Joost: It is a lot of work. I totally understand if people don’t want to put in that work because it’s not worth it to them. We, as a WordPress community and we would seriously consider ourselves part of that at Yoast—we have a team of five developers working full-time on WordPress Core itself—we focus a lot on making WordPress faster. I know Google has a team coding on WordPress Core themselves as well that also focuses on making it faster and making it better all the time.
Ross: That brings up a good question. I didn’t realize it makes sense, perfect sense that you’re doing that. I’m not by any means an expert in this area, but I understand Gutenberg isn’t quite fleshed out yet. There are a few things that still need to be added. When is that expected to be done?
Joost: Never. Gutenberg two years ago when it launched wasn’t perfect by no means. Right now, I wouldn’t want to edit anything else, and it is the best web editor I’ve ever seen. People that have not tried it yet, should give it another go. It is continuously improving. That doesn’t mean to say it’s perfect. It is a lot better in that it lets you create a web page and not a Word document within your site. Those two concepts are very different things. If you search for Yoast open source, you’ll find a digital story that we’ve done. All of that is created in Gutenberg. None of our developers needed to be involved with that. It has a video. It has quizzes. It has all sorts of different looks and feels. It has an automated table of contents and all these things that I would expect from an editor in 2021. But that TinyMCE or whatever you had before all this could never give me.
I really think it’s good. Is it done? No. Does it have weird bugs? Yes, it does. Is that going to go away? No, because honestly once we fix those there will be others because the web evolves and Gutenberg evolves and is getting better and better. We’re going to the next phase of that within the WordPress project called Full Site Editing where not just the content part of the page will be blocks, but everything will be blocks. You can create a header block, sidebar blocks, and navigation blocks. Everything will be editable in the same way and with the same controls in the same basic concepts. You don’t need to know all these concepts that you need to know right now when you’re editing your WordPress site.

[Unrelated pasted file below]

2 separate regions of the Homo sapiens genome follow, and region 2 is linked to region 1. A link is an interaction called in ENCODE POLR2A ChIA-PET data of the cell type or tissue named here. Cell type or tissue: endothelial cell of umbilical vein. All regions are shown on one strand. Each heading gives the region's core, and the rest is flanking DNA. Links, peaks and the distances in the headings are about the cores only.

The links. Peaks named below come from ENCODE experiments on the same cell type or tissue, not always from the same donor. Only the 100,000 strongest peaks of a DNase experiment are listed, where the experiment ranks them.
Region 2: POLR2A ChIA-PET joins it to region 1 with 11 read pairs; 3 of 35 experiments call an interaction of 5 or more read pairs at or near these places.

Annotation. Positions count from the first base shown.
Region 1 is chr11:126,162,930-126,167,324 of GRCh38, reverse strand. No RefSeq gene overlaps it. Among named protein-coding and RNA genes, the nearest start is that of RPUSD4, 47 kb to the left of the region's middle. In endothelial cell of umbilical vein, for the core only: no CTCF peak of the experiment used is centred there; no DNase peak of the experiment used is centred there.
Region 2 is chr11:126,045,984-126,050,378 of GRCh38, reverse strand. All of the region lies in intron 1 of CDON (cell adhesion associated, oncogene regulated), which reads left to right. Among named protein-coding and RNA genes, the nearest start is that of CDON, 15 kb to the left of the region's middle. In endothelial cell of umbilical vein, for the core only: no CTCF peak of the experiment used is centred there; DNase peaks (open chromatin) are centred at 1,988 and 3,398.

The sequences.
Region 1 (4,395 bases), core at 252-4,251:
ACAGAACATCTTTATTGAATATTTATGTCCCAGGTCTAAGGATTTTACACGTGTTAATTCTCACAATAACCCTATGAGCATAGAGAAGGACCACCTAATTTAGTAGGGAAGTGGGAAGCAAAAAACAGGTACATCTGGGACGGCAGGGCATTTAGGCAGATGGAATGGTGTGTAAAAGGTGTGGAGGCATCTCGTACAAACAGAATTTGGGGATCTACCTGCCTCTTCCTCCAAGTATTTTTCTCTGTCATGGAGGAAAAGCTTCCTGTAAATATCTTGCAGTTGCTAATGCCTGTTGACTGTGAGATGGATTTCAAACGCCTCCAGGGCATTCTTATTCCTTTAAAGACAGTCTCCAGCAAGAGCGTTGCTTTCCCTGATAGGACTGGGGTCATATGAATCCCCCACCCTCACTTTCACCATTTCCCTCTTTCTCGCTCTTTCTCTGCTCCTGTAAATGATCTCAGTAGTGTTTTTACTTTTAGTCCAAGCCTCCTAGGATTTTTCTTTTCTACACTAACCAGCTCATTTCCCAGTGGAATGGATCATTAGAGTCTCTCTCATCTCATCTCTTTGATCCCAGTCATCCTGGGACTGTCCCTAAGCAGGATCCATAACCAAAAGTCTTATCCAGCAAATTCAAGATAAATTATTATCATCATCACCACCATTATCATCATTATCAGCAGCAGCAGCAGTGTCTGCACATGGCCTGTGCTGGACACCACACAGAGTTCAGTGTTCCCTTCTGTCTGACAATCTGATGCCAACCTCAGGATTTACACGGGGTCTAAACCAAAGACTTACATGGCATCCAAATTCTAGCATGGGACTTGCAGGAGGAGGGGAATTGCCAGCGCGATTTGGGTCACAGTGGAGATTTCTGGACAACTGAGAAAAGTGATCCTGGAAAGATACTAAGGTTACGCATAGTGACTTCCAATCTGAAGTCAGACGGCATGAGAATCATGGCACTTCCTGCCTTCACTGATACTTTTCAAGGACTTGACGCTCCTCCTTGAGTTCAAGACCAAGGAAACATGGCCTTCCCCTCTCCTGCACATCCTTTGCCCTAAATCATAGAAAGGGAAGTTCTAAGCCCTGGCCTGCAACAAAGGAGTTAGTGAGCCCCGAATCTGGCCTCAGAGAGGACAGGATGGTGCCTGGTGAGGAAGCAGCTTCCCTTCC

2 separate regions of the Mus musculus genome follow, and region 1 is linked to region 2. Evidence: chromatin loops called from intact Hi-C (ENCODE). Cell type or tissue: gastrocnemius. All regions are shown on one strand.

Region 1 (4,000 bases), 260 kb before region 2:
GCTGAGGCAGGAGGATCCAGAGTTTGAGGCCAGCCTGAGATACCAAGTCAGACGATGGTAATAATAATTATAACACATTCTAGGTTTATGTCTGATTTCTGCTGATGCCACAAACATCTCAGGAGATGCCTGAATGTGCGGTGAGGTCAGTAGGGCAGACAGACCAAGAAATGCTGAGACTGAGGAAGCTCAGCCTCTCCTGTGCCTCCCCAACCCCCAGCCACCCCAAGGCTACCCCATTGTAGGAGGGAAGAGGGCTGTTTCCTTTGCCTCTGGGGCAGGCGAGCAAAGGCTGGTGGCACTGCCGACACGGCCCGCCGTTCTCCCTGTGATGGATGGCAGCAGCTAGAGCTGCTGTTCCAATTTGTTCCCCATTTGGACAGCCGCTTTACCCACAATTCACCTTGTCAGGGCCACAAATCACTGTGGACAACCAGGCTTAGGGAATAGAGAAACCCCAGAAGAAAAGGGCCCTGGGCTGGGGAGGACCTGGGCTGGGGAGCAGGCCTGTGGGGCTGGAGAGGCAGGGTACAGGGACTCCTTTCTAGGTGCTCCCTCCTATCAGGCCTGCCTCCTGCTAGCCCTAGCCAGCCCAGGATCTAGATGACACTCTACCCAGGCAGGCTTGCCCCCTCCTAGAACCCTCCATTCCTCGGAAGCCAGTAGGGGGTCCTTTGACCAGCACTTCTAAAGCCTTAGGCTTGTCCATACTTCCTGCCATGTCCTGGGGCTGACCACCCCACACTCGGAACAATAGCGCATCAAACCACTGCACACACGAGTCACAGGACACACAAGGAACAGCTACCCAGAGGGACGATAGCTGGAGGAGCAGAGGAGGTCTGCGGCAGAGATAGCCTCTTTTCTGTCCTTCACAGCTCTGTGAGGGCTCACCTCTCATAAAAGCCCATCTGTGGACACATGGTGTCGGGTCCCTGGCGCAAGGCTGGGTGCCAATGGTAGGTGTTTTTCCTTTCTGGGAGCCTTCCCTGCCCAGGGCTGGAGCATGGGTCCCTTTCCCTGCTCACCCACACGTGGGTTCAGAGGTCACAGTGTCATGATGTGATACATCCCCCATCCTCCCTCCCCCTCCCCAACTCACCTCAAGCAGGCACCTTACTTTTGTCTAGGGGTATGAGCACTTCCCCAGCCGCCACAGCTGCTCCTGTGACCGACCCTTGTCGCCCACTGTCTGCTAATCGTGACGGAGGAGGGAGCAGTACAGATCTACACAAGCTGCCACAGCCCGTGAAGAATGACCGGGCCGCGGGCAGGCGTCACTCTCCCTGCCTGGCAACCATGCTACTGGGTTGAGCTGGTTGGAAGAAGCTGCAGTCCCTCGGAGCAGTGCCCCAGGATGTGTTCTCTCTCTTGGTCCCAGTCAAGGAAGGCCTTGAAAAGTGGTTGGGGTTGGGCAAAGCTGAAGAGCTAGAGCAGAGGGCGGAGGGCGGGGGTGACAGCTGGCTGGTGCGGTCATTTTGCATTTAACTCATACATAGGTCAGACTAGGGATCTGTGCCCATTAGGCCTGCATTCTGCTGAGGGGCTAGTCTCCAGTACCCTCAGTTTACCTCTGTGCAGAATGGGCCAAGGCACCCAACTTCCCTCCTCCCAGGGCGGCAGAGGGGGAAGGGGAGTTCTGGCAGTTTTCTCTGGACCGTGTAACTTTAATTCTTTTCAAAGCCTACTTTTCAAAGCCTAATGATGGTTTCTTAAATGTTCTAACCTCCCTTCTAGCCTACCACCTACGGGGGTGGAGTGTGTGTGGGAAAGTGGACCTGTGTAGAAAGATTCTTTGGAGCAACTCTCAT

If you’re maintaining a WordPress site right now, you need to know about widgets. You need to know about how menus work. You need to know how to edit content. You need to know how to change your theme. All of these things are tied together. Even for what is still the simplest CMS out there, we’ve made it way too hard. Full Site Editing will make it a lot easier, but honestly, that too will need time to become usable because building stuff like this is incredibly hard. People look at Yoast SEO and say, that’s very simple and I’m like, yeah. It took me 10 years to get to that level of simplicity.
Ross: It takes a long time to mature. Wow, that’s incredible. I’ve heard that people who have created their sites in Gutenberg as it stands now have amazing site speed.
Joost: Yeah. We’re getting better there, too. One of our team members, Ari, has recently worked on a change to Gutenberg where it only loads the styles for the blocks that are on the page that are output.
Ross: I’ve heard about that. Wow.
Joost: That sort of change, the fact that we can do that now is going to make it so much better. In the end, Gutenberg will beat every other page builder for things like speed. It already does for most sites.
Ross: That’s incredible. Thank you for your help in that area. We rely on WordPress. It’s great that you’re giving back.
Joost: We do, too. Yoast would certainly not have been as big have we not been on WordPress. Giving back only seems like the most logical thing to do.
Ross: Let’s take a quick break. When we come back, I’ve got a couple more questions, and then we’ll finish up the show.
It’s so stagnant, the changes going on. How about the future of Yoast? I know I’ve seen a few hints here and there reading through your content, there’s going to be some big updates coming soon. Can you give us a teaser on a few of them?